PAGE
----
MSM
Mainstream media.

Multi-blogger
An individual or company that runs multiple blogs.

Permalink
A permanent link used to connect to another post.

Photoblog
A blog primarily containing photos, and posted chronologically.

Photofeed
A web feed containing image enclosures.

Plugins
Small files that improve functionality and add new features.

Reciprocal Link
When one blogger exchanges links on its blogroll with another blogger.

RSS
Really Simple Syndication: Web feed formats used to publish frequently updated content such as blog entries, news headlines or podcasts.

RSS aggregator
Software or online services enabling a blogger to read an RSS feed. Also known as a reader or feedreader.

RSS feed
The file containing a blog’s latest post. Read by an RSS aggregator/reader, it appears immediately when a blog has been updated.

Shocklog
Weblogs designed to produce shocking discussions or shocking content.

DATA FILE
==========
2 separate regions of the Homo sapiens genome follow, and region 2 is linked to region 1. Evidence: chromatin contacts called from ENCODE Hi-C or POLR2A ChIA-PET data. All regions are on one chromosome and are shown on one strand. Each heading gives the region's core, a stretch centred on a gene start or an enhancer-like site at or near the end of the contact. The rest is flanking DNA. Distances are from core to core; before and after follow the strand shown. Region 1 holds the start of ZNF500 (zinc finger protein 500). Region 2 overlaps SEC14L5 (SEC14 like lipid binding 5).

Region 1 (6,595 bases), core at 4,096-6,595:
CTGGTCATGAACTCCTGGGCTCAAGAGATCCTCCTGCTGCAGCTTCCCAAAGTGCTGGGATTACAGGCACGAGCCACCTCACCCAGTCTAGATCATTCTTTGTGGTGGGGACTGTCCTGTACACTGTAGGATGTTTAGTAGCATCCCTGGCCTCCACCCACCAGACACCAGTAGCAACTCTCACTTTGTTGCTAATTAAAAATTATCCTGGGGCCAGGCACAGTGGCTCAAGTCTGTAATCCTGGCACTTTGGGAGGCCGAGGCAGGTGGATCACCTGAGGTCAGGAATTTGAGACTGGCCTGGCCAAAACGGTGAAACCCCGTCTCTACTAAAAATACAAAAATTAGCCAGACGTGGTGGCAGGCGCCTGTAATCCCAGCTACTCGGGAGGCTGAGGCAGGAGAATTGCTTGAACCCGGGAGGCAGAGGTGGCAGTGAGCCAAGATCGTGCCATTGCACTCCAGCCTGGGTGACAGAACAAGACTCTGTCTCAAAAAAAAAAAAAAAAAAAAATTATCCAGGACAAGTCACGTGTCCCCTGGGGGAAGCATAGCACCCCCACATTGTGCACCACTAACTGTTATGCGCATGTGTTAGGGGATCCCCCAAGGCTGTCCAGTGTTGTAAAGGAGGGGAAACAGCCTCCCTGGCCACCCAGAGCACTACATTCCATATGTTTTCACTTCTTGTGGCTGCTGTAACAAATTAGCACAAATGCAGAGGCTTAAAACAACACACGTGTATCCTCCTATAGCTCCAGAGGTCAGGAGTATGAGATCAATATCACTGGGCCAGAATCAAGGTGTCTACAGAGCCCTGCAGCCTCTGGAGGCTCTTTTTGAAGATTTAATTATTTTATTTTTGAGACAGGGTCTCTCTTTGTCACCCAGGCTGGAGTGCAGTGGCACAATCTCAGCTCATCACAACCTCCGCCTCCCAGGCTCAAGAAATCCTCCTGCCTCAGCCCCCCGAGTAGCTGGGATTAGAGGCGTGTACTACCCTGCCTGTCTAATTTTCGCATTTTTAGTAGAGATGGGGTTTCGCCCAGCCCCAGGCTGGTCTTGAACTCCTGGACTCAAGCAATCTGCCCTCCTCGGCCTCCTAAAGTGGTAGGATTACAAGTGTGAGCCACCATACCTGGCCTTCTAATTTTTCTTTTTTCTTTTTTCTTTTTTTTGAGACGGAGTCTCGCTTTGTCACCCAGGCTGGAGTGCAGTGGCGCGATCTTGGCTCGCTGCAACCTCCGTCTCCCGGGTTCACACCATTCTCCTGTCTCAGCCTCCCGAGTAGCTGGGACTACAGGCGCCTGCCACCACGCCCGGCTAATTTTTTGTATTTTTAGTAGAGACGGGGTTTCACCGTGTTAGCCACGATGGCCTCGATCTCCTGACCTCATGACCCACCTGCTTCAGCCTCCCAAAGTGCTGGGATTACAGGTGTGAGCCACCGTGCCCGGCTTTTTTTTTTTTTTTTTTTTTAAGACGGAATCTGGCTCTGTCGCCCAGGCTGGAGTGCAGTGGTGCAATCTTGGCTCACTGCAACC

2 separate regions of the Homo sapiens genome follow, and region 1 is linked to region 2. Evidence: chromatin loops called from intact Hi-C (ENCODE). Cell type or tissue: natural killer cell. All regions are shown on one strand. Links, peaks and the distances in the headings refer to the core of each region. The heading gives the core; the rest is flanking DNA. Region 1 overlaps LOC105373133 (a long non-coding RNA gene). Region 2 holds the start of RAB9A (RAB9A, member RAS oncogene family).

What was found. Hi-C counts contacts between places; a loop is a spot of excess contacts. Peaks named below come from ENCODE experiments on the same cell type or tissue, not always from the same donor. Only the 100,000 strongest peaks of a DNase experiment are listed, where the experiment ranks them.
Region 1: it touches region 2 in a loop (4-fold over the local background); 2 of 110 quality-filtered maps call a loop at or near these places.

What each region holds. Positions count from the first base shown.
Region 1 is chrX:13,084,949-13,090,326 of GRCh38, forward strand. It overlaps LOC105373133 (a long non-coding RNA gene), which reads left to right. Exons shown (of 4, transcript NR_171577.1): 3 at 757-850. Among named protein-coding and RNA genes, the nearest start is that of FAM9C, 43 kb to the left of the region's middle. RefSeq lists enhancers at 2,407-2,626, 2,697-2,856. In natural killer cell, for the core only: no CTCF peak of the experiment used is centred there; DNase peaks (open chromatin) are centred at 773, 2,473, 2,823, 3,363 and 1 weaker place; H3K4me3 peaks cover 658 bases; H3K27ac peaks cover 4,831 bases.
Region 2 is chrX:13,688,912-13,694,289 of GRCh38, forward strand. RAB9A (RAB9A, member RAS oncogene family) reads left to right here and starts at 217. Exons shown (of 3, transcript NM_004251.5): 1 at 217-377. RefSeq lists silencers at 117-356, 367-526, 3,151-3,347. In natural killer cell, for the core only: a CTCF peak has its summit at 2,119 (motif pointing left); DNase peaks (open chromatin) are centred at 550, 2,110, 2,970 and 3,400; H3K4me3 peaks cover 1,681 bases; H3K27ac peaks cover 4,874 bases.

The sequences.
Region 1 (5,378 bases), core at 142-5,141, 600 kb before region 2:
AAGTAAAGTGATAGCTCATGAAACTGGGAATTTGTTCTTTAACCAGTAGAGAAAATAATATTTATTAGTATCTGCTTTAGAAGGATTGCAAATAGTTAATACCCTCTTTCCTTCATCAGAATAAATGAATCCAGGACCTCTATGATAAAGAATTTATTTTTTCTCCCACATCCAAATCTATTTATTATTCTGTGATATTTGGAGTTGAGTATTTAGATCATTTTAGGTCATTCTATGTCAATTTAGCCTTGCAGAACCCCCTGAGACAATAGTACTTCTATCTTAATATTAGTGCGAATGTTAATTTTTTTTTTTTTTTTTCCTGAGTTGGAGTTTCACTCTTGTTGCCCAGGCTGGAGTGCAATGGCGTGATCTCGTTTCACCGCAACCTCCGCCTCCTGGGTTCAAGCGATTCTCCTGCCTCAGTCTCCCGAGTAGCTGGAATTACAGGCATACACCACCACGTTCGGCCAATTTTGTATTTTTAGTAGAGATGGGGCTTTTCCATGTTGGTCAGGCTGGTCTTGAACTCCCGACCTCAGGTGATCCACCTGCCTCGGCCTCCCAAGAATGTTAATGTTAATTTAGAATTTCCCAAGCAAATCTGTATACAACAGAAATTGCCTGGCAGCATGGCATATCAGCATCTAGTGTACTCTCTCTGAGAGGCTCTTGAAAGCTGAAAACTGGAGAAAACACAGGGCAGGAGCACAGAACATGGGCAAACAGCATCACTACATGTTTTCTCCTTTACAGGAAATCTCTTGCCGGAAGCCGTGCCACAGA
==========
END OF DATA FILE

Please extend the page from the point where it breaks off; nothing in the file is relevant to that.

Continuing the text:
Spam blog
A blog composed of spam.

Subscribe
Some blogging platforms have subscription capabilities, which allow readers to receive notice when there are new posts to a blog.

Tag cloud
Visual display of tags or keywords used in a blog.

TrackBack
A system allowing a blogger to see who has seen the original post and has written another entry about it.

Vlog
A video blog.

Vlogger
A video blogger.

Weblog
An online diary listing content about a specific topic, often in reverse chronological order. Generally referred to as a “blog.”

XML
Web language used primarily for syndication formatting used on blogs. (Acronym for eXtensible Markup Language.)